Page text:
The search begins where a dirt road ends, in a forest festooned with vines and filled with the chatter of trilling birds. This is the realm of jaguars, and a young biologist has made it her mission to find them.
Emiliana Isasi-Catala wades through a creek and moves nimbly through the foliage, scanning the dark earth covered with fallen leaves for the distinctive round toes of jaguar tracks and the faint trails of smaller animals they prey on: agoutis, tapirs, peccaries and armadillos.
"A track. It looks like jaguar," she exclaims, while climbing a steep slope. Squatting to examine the swipe of bare earth, she concludes a big cat was moving downhill and slipped a little. She speaks into her audio recorder: "Signs of a feline. Let's see if we find more tracks up there."
Isasi-Catala, 32, is carrying out the first study in Venezuela to use cameras equipped with motion sensors to estimate the size of a jaguar population. So far, her results have yielded an estimate of one jaguar every 12 square miles (30 square kilometers) in the heart of this national park southeast of Caracas — which suggests about 40 jaguars in the entire park if further studies confirm similar numbers in other areas.
Her search is driven by a sense of personal connection to elusive creatures that even when filmed remain mysterious and ghostly, just beyond reach. She also sees a larger purpose in her research: helping the jaguars survive through the protection of a network of wildlife reserves and corridors across Latin America.
Jaguars are the largest land predators in the Americas. They once roamed widely from the southwestern United States to Argentina, but have lost more than 40 percent of their natural territory and have disappeared from Uruguay, El Salvador and many other areas. Heavy hunting for their spotted coats decimated their numbers in the 1960s and early 1970s until the pelt trade was largely halted.
Today jaguars are listed as a "near threatened" species. They are vulnerable due to expanding farmland and roads that are carving away at their habitat, and conflicts with ranchers who view them as cattle killers and shoot them on sight or poison them. No one has any good estimates of how many jaguars are left in the wild, and that's why work like Isasi-Catala's is important.
In Guatopo National Park, she often comes upon the stumps of trees felled by illegal loggers and the camps of poachers who hunt animals that are prey for jaguars. She saw National Guard troops arrest three hunters carrying shotguns, and suspects hunters or loggers were to blame for stealing one of her cameras.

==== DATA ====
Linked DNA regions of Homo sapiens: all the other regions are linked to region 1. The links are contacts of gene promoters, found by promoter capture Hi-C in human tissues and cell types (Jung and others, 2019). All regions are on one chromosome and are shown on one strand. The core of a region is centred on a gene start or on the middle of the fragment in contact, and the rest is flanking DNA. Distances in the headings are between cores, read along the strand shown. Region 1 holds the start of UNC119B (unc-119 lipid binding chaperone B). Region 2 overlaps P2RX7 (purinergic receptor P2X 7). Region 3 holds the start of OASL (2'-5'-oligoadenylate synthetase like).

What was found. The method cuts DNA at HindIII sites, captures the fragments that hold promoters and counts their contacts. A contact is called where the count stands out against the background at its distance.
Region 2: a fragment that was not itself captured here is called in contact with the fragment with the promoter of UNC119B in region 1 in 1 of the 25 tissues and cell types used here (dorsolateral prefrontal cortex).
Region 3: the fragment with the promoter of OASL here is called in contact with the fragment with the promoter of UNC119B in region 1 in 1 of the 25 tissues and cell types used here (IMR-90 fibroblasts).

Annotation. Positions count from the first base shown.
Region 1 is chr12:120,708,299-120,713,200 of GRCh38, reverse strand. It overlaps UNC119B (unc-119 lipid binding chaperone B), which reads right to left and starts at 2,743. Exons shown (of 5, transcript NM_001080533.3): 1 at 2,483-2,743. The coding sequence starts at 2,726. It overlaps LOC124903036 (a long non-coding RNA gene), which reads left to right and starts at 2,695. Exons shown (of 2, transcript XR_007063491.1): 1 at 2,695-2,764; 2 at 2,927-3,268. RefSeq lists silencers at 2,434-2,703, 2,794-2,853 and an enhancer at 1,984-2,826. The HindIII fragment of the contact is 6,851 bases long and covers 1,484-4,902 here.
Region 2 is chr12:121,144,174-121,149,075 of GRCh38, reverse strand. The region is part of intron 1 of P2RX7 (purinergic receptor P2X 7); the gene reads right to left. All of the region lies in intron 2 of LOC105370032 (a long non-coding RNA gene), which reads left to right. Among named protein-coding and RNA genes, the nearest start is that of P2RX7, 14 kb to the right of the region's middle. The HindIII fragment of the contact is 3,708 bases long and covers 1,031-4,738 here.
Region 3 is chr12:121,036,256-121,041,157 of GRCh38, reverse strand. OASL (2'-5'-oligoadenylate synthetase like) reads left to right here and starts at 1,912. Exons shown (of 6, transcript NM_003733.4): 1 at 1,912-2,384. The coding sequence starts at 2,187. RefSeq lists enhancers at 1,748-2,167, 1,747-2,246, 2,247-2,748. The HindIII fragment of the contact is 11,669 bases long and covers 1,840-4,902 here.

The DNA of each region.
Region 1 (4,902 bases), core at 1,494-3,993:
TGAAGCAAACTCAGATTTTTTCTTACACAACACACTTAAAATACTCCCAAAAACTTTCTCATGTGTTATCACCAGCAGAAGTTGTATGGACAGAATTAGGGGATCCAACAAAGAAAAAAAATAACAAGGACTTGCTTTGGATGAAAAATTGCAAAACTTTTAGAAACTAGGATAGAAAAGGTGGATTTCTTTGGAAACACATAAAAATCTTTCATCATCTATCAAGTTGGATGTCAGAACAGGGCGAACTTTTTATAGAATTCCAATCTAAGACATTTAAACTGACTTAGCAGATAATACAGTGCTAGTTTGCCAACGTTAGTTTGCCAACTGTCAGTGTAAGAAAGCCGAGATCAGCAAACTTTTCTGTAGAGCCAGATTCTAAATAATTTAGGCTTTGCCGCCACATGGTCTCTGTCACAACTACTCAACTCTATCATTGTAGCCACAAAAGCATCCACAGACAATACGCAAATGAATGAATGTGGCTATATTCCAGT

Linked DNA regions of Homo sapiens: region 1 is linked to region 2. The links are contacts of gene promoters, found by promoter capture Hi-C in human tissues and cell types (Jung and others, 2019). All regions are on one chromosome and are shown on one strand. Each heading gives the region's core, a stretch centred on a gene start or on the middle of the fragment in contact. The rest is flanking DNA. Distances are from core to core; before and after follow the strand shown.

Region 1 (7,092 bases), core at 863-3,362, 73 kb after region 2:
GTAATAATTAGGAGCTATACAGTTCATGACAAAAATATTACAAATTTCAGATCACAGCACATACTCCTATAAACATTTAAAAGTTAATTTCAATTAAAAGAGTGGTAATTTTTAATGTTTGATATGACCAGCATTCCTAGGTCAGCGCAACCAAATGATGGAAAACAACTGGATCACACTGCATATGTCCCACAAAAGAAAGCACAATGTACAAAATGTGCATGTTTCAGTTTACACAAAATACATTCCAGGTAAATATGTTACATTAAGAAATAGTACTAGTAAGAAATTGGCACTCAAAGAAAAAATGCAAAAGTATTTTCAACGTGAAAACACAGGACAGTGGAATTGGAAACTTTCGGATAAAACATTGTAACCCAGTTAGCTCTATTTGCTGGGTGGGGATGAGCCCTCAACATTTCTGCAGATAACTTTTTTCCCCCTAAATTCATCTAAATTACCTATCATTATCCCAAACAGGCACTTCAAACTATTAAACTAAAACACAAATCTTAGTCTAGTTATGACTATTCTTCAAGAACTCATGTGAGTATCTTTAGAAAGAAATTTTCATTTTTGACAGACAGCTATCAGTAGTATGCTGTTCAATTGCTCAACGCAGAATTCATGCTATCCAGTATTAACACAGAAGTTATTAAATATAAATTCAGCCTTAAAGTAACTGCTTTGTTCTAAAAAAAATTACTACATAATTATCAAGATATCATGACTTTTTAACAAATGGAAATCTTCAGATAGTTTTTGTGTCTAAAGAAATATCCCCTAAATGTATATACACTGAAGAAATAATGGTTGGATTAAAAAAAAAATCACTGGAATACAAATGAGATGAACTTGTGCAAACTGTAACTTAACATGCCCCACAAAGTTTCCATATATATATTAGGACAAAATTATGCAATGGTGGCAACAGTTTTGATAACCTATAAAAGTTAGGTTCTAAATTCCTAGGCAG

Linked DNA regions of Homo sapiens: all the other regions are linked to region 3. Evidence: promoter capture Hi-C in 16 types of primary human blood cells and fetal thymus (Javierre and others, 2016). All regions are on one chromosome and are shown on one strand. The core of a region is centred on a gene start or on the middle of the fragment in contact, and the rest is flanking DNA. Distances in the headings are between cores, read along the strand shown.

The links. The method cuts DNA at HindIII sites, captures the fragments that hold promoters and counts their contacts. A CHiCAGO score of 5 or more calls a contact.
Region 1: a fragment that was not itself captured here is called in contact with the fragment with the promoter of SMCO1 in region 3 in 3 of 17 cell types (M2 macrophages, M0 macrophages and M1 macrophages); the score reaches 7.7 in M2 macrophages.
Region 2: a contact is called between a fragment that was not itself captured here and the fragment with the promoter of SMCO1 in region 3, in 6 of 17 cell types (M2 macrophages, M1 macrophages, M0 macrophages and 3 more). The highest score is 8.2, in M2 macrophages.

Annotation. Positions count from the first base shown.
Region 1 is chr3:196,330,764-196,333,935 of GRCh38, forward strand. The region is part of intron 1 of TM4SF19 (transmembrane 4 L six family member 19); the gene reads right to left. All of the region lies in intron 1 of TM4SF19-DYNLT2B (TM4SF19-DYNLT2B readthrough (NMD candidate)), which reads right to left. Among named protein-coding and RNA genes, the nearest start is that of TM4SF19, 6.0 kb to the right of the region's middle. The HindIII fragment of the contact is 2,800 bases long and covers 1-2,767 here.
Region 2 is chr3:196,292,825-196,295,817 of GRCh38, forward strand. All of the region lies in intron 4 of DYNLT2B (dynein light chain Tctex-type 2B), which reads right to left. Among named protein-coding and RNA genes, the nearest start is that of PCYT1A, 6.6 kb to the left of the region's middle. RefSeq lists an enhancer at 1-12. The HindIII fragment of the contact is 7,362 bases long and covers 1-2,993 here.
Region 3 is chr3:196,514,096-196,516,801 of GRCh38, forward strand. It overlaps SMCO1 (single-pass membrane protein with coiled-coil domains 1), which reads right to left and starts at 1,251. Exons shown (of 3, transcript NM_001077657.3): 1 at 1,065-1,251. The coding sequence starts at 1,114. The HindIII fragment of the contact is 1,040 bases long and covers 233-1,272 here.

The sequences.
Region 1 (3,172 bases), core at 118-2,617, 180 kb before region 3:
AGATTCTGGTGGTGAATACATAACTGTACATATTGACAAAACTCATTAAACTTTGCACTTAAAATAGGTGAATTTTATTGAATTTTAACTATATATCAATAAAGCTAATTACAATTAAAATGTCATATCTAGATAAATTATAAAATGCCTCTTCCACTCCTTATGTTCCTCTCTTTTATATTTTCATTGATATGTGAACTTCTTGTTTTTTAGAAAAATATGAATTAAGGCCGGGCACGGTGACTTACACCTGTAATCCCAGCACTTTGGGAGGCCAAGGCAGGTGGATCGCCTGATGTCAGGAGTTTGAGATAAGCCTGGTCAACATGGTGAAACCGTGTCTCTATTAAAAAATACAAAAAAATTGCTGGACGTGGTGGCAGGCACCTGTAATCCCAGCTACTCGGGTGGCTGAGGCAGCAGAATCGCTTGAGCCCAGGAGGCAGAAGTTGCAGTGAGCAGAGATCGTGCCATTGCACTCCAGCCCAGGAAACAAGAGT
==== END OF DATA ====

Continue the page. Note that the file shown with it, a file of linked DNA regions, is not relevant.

In spite of the problems, she is encouraged that a healthy number of jaguars remain in the park — and if this "umbrella species" at the top of the food chain is alive and well, it's a good sign the rest of the ecosystem is intact.
"Her work is very valuable," said Rafael Hoogesteijn, a Venezuelan veterinarian and jaguar expert who works in Brazil for the organization Panthera, dedicated to saving wild cats, and who focuses on strategies for preventing jaguars from preying on cattle.
He said that besides her groundbreaking work documenting jaguars, Isasi-Catala is also gathering a wealth of information about their prey in a park that is a crossroads for wildlife. "It is a very important area for jaguar conservation," he said.
One day in July, Isasi-Catala is hiking to the top of a ridge to check an infrared camera set up to capture video and photographs of any passing jaguar. She plots a course using a GPS she wears around her neck, and three park rangers swing machetes to clear a path.
Checking the camera that she strapped to a tree one month earlier, she finds it recorded only a small number of videos — she later sees they were images of tapirs — and decides to move the camera to another tree nearby where the ground is covered with tracks of deer and armadillos.
She aims the camera using a red laser pointer and activates it. The motion sensor will trigger filming whenever anything passes, day or night.
Her study is the focus of her doctoral thesis at Simon Bolivar University. She has done her research on a shoestring budget, gathering donated cameras and buying others with her own money. She relies on her father to drive her research volunteers in an old, battered Range Rover, and works late nights writing up results and browsing her video clips, rarely finding a jaguar.
Hiking up to 12 miles (20 kilometers) a day in the mountainous park, she takes little notice of the swarms of mosquitoes or the ticks that latch on to her body.